8 Responses

  1. Tim
    Tim July 20, 2012 at 8:52 pm | | Reply

    Speaking as someone who was misdiagnosed as Type 2 (a fairly common occurrence), I honestly feel resentment at having to deal with this disease while there are so many (but not all) Type 2s who do not take their care as seriously as they should. This perception is often transferred to me, as if “I brought it on myself.”

    This concept is one that ALL diabetics face. Few of us develop diabetes of either kind unless we have the gene(s) for it, though its onset is triggered in radically different ways.

    Type 1 is like you’ve been thrown right into boiling water, whereas Type 2 is like the frog that sits in the pot and doesn’t notice as you turn up the temperature. Either way, you get cooked if you don’t do something about it. We’re all in this pot together.

  2. Fairplay
    Fairplay July 20, 2012 at 10:15 pm | | Reply

    Apologies in advance for the rant…

    “At the end of the day we all have to deal with the same complications, the same risks, the same frustrations.” Nope. Not even close. I realize that there is a segment of folks with T2 that have to manage in a manner similar to those of us with T1, but by and large, this is not the case. If you look at CDC stats, about 14% of adults with either T1 or T2 use insulin. Since roughly 5-10% of all diabetics are T1, then it reasons that only about 13% of people with T2 use insulin. The overly simplistic lumping together of these two very different conditions doesn’t exactly make me want to, well, hang out. It’s infuriating. Eating healthy, exercising, and swallowing pills is NOT “the same” as counting the carbs in every single thing that you eat (then considering the effect that the protein, fat, and fiber in your meal will have your absorption of them), figuring out bolus and basal rates (then having to constantly tweak them), trying to find new real estate on your skin because you don’t just have pump or injection sites, you have CGM sites too (and maybe some lipohypertrophy from a favorite injection site you had as a kid), never sleeping through the night because you’re afraid you’re going to go low and end up dead in bed. The list goes on and on and on. Your comparison screams of naivety.

    As for the “boiling water” vs. “rising temperature” analogy, T1s are thrown into boiling water without a choice, but most T2s willingly step onto the burner. You can’t really argue with the well-documented concurrence of rapidly rising rates of obesity and T2 in the US. I realize that there are exceptions to every rule, and that there is a strong genetic component to T2, but lifestyle is largely a choice, and it’s the trigger.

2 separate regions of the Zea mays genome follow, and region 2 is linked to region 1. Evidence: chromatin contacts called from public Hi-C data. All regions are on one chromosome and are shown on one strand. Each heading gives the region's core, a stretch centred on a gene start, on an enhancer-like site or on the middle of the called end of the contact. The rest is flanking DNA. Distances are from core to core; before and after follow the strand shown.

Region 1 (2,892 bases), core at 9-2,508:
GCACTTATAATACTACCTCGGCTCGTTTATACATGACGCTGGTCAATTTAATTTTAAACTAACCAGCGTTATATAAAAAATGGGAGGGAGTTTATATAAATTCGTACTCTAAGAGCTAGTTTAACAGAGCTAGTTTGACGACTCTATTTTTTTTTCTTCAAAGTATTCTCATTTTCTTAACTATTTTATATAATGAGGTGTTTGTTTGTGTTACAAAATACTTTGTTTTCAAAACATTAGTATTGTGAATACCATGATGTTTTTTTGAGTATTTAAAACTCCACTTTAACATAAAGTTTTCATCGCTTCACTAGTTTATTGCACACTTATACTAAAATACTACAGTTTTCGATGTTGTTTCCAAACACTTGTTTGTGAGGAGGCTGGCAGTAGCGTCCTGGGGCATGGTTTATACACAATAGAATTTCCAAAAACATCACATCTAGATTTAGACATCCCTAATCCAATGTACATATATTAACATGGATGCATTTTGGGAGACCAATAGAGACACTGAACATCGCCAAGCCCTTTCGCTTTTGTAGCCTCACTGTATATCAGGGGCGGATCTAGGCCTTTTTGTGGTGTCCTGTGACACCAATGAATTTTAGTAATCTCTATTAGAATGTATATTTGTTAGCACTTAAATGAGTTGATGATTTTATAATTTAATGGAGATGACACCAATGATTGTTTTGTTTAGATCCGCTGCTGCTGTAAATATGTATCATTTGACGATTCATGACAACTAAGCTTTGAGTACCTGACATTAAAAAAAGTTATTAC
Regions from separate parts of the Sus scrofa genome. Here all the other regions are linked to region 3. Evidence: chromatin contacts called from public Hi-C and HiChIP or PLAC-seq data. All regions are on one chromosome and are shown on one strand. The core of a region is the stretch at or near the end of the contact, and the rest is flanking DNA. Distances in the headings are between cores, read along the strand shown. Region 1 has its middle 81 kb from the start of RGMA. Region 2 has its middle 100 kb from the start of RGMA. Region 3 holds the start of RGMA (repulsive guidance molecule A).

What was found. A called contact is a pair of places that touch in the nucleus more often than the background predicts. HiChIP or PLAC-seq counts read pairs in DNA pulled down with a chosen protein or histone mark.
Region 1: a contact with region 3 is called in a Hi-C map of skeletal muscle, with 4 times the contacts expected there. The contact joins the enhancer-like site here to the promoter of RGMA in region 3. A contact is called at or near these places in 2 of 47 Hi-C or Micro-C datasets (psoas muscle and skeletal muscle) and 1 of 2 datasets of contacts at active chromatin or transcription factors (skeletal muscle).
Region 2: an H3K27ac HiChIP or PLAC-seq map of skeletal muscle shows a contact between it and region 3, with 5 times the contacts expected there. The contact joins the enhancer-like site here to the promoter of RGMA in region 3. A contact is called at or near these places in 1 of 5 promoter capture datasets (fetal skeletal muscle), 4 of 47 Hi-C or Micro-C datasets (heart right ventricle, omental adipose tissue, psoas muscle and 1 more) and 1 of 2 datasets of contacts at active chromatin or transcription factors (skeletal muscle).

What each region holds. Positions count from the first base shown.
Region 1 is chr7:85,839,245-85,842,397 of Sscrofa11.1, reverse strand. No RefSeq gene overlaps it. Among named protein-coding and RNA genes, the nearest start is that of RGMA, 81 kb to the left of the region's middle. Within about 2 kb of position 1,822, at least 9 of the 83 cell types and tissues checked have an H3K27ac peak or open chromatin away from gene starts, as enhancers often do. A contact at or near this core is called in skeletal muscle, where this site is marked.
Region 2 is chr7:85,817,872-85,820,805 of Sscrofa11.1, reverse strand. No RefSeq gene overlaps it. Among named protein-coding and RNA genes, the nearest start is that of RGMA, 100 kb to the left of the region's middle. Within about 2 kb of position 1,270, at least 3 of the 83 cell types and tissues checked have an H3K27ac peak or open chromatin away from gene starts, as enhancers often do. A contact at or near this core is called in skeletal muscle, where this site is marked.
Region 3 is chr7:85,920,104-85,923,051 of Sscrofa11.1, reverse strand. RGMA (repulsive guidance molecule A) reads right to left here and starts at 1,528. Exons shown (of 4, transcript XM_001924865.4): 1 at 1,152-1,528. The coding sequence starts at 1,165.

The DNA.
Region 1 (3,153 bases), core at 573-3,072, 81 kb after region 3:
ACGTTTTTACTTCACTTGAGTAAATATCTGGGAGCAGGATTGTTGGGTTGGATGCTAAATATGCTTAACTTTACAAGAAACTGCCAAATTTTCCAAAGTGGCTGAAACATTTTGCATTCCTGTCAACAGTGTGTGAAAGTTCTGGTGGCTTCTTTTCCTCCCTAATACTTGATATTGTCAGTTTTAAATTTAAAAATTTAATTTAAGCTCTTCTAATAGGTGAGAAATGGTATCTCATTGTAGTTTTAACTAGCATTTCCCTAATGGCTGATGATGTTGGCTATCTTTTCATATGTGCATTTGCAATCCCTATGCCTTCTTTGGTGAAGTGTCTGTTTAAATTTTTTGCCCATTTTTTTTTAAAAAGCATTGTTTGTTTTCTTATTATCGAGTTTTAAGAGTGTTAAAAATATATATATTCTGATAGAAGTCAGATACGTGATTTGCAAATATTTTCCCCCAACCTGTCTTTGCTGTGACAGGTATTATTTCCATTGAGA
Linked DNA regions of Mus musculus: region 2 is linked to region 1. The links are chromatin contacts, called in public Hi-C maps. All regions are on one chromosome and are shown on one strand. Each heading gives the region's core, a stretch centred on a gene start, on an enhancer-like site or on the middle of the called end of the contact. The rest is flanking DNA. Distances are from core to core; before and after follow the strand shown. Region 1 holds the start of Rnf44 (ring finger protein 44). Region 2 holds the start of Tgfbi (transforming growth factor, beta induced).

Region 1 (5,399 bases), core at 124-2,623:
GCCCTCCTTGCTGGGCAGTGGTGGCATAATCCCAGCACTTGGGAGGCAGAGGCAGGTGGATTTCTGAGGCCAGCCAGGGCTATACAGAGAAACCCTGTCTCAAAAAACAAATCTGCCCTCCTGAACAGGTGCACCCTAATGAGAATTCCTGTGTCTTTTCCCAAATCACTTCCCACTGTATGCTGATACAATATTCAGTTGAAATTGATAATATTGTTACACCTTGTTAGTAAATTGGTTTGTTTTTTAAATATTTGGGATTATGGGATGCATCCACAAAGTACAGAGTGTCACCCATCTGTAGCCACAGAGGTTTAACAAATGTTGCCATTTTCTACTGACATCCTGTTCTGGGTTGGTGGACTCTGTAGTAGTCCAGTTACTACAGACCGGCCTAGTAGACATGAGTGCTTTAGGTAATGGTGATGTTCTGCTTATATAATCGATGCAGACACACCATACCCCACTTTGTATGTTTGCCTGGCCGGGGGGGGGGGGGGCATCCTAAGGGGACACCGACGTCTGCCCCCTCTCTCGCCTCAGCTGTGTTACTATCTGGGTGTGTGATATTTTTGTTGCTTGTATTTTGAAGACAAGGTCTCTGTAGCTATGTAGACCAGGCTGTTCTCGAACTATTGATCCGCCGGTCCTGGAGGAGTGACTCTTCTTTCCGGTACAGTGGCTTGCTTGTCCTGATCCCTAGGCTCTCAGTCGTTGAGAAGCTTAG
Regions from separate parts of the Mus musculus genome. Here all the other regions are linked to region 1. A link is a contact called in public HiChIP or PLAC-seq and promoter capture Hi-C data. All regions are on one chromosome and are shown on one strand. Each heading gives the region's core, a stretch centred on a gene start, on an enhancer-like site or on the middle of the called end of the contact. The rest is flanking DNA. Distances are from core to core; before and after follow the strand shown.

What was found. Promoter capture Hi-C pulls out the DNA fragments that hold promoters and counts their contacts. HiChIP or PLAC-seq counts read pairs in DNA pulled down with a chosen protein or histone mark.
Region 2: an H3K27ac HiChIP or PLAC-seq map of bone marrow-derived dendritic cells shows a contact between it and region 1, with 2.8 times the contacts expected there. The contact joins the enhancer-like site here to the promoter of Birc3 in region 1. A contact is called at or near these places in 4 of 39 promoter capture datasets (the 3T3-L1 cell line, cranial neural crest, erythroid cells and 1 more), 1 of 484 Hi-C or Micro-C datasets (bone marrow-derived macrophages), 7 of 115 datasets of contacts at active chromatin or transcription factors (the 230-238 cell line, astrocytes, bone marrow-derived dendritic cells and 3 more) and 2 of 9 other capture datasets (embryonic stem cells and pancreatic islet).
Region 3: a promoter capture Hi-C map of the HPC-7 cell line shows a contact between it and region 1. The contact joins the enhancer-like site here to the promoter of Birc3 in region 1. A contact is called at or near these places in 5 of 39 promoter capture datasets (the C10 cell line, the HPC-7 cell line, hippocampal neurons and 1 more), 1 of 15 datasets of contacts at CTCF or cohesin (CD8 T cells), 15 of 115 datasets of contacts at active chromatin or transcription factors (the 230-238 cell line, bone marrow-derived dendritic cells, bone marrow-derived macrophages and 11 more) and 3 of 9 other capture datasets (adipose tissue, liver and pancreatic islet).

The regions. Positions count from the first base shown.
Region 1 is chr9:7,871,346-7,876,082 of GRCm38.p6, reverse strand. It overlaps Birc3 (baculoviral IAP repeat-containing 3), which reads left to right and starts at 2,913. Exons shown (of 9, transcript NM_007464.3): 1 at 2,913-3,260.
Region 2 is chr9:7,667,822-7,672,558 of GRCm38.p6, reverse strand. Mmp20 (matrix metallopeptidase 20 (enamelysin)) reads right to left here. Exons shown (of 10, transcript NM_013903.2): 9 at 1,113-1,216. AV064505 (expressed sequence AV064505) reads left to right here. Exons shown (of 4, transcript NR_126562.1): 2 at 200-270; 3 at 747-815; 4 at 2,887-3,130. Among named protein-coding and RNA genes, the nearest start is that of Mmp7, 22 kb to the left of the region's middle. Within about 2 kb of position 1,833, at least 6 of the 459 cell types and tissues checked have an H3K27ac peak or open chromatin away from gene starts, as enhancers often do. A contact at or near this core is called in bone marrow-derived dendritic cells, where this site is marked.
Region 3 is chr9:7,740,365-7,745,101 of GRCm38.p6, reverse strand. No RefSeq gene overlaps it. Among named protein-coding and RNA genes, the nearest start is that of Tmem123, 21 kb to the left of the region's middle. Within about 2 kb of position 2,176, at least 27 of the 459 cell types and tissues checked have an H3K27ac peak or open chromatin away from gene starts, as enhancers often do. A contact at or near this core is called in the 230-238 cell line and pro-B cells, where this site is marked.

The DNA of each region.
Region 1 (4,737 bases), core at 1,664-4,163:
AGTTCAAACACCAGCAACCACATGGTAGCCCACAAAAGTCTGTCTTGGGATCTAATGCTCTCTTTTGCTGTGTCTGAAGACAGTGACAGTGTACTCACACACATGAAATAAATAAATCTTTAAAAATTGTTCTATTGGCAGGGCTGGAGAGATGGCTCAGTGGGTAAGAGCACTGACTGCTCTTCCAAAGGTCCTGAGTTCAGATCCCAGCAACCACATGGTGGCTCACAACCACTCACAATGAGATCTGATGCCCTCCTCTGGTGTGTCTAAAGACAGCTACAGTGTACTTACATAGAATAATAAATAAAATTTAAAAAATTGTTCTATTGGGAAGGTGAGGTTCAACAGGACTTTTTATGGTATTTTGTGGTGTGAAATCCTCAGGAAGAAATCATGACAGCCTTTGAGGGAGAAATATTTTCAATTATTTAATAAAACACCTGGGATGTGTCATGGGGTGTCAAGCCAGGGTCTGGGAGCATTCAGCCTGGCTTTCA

Want to learn more about T1? Volunteer at a summer camp for T1 kids. It’s the best education on the topic that you’ll ever get.

    I applaud the work that you’re doing on behalf of people with T2 and your goal of uniting the T1 and T2 crowds. I would urge you, however, to change your tactic for the latter cause.

  3. Atkins Diet
    Atkins Diet July 21, 2012 at 7:19 am | | Reply

    I am really interested with those people who have diabetes,.. i am working/writing about diabetes ( since then, so maybe that’s the reason why im so interested.. it’s a heart warming, when knowing someone even though having health issue, you can still see the drive and feel how positive the person is handling their lives! how inspirational! keep on posting and keep on inspiring more people!

  4. Leighann of D-Mom Blog
    Leighann of D-Mom Blog July 21, 2012 at 8:35 am | | Reply

    I just happened to share a cab with Bea on the way to a diabetes conference and I’m so glad I did. I really got to know Bea on a personal level that maybe I wouldn’t have otherwise, partly because my focus is type 1 in children. But what I learned about Bea is that she is such a genuine person. She may not walk in the same shoes as I do, but she’s always there on Twitter or Facebook cheering me, and so many others, on. I’m so thankful to have her as a friend!

  5. Kelly Rawlings
    Kelly Rawlings July 27, 2012 at 6:04 am | | Reply

    Thanks for the guest column and congrats on the DSMA Live en Español radio show, Bea! And most of all, thanks for talking about the ways that joining together makes us stronger and better able to help one another. You know I always say, “Got diabetes? Then you’re my type.”

    I’ve lived with type 1 for 39 years and I’ll admit, I used to be a bit suspicious about the “other type” of diabetes (OK, now we know there are other types and subcategories of types—at the core, our blood sugars aren’t in the healthy zone without intervention).

    But like with many things, the more you know …. Some of my increased understanding of disease progression, will to take care of myself, and desire to advocate for all people affected by any type of diabetes has been inspired by the fabulous people with type 2 who, like me, struggle to keep blood glucose, blood pressure, and blood cholesterol in check manually. Geez, the amount of time and energy that takes! We may go about treatment a bit differently, but so do I and say, athlete Jay Hewitt, who lives with type 1. I respect other opinions, but I say we’re better together.

  6. Martha
    Martha July 27, 2012 at 11:42 am | | Reply

    I have had Type 1 for 54 years and I have always felt it is harder for Type 2′s because they are usually [used to be] older and have to learn new ways of eating etc. But that isn’t always the case. I was lucky to be diagnosed at 11, had a family that ate well balanced meals, and a Mother who didn’t like sweets. There is a lot to keep track of when on a pump, but people on meds have to balance things too. Great that you are doing so much Bea!

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